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    Hi all: I'd forgotten this post, then saw it pop up again. I did manage to find some wooly thyme -- in my mother-in-law's Prince George garden. A small transplant last summer now covers about 3-square-feet and has supplied starter hunks for the back of my rock garden, and between stepping stones (she's quite envious at how much better it's doing in my garden than in hers, but since her growing season is 3 months shorter, it's not surprising).

    The Corsican mint I tried is holding its own, but not spreading. Scotch moss ditto.

    I also managed to find some seed for a low-growing thyme -- magic carpet. When mature, it's about 1" tall with pink flowers; I'll let you know how it does as it is little sprouts in milk jugs at this point.

    Thanks for the continuing input.
     
  16. K Baron

    K Baron Well-Known Member

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    I have corsican mint spreading quite nicely on a sandy based medium...I just have to remember to water more frequently...
     
  17. Palm Nut

    Palm Nut Active Member 10 Years of Activity

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    we just purchased a house this spring with corsican mint in the backyard. There are many bald spots that need to be filled while cleaning up the beds, I noticed the lovely scent it gives off. I would love to find more to fill in the holes. I'm too impatient to wait for it to fill in naturally. Any suggestions where I might find some at this late in the season? I'm in Vancouver. Is there more than one variety of corsican mint?
     
  18. lorax

    lorax Rising Contributor

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    creeping charlie might work as well; I had a lawn of it in Zone 3a and it did beautifully. It has a lovely lavender-mint smell when you step on it or mow it. However it's pretty invasive....
     
  19. janetdoyle

    janetdoyle Active Member

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    Note my earlier post: "I just want to point out re the above that "Corsican mint" [Menta requienii] is not the same as "Corsican sandwort" [Arenaria balearica] which latter I have, now -- the website "www.rainyside.com" mentions that Corsican mint is not evergreen, and needs moisture, although lovely, and says Elfin Thyme provides a better between-stone pathways groundcover, tolerating more dryness [therefore better all-over groundcover?]. I am trying Elfin Thyme in paving-stone cracks on a patio, and so far it seems to be "taking", with minimal watering. I am not sure that Corsican sandwort is evergreen in the true sense, although the plastic tag says it is, and I hope so, as it is a tough little plant, and very delicate-looking with tiny star-like white flowers [earlier in the summer]... and I have decided to try it in a front-garden driveway border in fairly large quantity."

    The Elfin Thyme seems to spread quite well in my enclosed patio, but it does NOT like animal urine and the leaves all across the top turned pitch black, I noticed [never saw that before], a day or two after HRH Jennie housecat got at a bit of it... so I have covered a growing patch up with a low fence with some netting across until it joins up into a carpet and she decides it's not scratchable ground...

    I have some woolly thyme, as well, and am trying that -- it seems quite vigorous. Any really major plant nursery should carry the various groundcovers, but less so right now than early in the summer and later on in the fall when they plant more successfully I think...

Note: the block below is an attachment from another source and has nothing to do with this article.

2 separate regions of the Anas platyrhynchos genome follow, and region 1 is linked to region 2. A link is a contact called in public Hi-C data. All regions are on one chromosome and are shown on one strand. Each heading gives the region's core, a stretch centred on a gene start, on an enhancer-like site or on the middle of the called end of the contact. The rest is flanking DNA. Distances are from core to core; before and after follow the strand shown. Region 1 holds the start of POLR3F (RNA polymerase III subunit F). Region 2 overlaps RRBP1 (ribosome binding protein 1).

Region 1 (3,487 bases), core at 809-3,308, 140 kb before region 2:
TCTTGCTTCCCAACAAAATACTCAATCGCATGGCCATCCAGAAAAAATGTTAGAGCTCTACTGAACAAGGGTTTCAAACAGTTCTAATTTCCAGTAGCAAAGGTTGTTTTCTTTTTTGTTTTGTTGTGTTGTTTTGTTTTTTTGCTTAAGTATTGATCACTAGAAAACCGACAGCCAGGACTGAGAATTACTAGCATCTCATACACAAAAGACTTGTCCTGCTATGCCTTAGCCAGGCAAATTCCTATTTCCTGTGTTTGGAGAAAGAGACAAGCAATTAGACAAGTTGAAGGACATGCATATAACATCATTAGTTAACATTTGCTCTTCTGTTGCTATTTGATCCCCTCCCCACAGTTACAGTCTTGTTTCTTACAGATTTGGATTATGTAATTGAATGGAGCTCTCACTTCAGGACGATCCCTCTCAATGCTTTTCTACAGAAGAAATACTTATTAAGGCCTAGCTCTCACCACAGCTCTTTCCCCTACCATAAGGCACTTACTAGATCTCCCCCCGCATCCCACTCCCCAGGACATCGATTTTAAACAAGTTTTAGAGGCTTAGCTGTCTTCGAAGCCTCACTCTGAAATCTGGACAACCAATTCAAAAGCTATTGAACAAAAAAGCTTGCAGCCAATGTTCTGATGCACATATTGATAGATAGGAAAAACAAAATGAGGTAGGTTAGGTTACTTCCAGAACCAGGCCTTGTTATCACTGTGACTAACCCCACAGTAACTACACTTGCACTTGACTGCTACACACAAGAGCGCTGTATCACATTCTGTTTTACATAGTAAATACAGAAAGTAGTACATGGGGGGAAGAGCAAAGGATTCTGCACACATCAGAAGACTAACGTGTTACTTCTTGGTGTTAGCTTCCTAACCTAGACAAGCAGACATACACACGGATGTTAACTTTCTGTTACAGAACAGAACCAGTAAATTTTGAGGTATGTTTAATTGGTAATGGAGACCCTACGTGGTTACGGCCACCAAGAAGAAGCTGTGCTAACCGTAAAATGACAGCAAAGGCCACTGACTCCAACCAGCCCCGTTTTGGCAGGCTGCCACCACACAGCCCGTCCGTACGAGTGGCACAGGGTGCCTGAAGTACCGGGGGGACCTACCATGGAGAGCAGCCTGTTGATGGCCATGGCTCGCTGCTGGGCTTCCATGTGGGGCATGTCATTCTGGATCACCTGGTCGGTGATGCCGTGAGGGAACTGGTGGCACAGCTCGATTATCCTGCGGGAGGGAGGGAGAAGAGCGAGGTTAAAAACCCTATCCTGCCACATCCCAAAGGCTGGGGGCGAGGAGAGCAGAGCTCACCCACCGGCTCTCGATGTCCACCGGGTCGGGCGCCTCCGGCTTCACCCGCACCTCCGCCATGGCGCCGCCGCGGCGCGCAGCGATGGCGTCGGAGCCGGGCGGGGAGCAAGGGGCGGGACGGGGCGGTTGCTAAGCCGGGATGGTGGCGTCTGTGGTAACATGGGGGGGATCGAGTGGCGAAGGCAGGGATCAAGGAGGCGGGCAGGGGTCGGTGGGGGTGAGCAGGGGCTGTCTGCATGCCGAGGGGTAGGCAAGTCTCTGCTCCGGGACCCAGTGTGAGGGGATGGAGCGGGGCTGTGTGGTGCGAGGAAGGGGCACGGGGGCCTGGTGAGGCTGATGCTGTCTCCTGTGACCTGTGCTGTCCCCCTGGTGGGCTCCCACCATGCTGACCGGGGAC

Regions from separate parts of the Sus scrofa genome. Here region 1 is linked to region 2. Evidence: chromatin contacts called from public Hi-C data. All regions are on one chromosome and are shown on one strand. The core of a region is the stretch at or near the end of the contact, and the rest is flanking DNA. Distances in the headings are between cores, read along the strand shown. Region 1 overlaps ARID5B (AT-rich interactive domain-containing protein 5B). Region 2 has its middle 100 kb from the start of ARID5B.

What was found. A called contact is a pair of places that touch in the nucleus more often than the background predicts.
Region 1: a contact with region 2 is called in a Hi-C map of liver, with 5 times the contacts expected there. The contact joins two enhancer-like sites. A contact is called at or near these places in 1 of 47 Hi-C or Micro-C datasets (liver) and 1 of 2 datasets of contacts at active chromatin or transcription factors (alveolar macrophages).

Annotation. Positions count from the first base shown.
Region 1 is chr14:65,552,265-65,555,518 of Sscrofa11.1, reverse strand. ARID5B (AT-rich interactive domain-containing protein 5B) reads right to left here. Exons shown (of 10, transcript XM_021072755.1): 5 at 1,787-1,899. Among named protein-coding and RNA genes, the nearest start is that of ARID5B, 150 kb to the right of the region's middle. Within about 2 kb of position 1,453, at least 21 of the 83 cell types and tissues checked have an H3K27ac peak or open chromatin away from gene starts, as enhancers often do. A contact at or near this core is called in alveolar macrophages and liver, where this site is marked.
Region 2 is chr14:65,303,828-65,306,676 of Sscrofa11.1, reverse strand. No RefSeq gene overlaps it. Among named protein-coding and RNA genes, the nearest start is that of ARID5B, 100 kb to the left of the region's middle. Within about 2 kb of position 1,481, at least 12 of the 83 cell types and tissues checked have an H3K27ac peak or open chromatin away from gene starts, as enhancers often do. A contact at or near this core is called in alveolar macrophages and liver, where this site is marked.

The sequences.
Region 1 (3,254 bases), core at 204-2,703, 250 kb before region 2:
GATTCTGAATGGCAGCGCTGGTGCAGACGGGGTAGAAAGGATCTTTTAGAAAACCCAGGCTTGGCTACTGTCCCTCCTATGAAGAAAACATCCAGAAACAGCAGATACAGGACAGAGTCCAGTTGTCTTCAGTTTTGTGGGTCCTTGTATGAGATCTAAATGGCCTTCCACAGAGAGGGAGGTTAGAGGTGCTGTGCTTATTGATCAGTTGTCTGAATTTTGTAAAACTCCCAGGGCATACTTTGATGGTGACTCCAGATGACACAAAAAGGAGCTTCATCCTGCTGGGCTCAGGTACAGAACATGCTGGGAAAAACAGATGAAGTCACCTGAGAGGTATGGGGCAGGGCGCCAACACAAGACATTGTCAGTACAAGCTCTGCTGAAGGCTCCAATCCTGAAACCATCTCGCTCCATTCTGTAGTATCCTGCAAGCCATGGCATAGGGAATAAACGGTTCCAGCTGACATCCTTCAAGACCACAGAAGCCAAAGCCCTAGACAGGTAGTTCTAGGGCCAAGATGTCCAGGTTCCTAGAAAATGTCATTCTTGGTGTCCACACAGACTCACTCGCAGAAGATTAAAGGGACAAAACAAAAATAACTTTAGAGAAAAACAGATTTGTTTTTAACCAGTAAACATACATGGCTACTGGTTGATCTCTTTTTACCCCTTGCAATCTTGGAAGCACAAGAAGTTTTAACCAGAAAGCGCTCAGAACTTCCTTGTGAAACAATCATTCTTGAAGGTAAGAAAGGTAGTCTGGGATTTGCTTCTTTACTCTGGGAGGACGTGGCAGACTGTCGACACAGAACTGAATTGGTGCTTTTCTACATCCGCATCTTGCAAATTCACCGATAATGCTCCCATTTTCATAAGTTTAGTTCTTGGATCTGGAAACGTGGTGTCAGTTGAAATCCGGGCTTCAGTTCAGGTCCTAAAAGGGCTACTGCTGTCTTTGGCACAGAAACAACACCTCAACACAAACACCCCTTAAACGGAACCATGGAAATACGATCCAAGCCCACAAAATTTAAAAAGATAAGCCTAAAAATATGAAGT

When encouraging a groundcover to grow I sometimes divide pieces of what's there and replant them in the larger spaces... it seems to work. Unless Vancouver is having moist weather, it can be difficult to get something to spread and develop roots in mid-summer, but keep it moist.
     
  20. bluejenny

    bluejenny Member

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    I work at an outdoor music venue with 90,000 plus visitors in a 3-month period in the dry Central Oregon climate. Wooly thyme is the only bedding flower that has not suffered from the onslaught of pedestrian traffic. Just this July it survived a 7- day stretch with no water, 95+ degree (F) temperatures, 6 concerts and 17,000 trampeling feet...and still looks beautiful.
     
  21. Georgie

    Georgie Member

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    I remember a catalog offering a 'walk-on me' plant... I wonder what that was?
     
  22. growing4it

    growing4it Active Member

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    This has been an interesting discussion on a popular topic. Thanks! I think that the pink flowered 'moss' might be a saxifrage.
     

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  23. SOOENG

    SOOENG Member

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    Does anyone think I can replace grass with woolly thyme? Would this be a good idea?
     
  24. janetdoyle

    janetdoyle Active Member

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    I am experimenting with low thymes in my Victoria patio, hardly a full lawn... I find Elfin Thyme is marvellous for "flatness" and "greenness" and does produce a tiny pink bloom mid-summer and maybe more often here... my label says Thymus serpyllum "Elfin". It doesn't show dryness shock [go brown], it loves moisture but supports dryness! Cat pee and probably dog pee turned a small patch of it black! I have just planted some Woolly Thyme [Thymus pseudolanuginosus] and it has survived the longest while in little planter pots stuck in a large tray with a bit of water on the bottom... the photo label of the Woolly Thyme shows a huge area planted in it... I think you would be fine with either one as a lawn, and I would love to see a lawn planted this way and how it would look. What a wonderful experiment... However, it would take some courage to invest in enough small plants to fill up a lawn area... either one would work, I think, and survive in either dry-ish or moist-ish conditions... but how much would it cost to plant the small planters of it one can buy in a nursery, and how many of them would you need? However, I think it would be a fantastic idea and eliminate mowing. One should roll the area firmly after planting to flatten everything out, if you want it flat, and periodically after that. One will have to pull the occasional weed. Other types of thyme grow an inch or two higher and these two seem to be consistently super-low...
     
  25. Newt

    Newt Well-Known Member 10 Years of Activity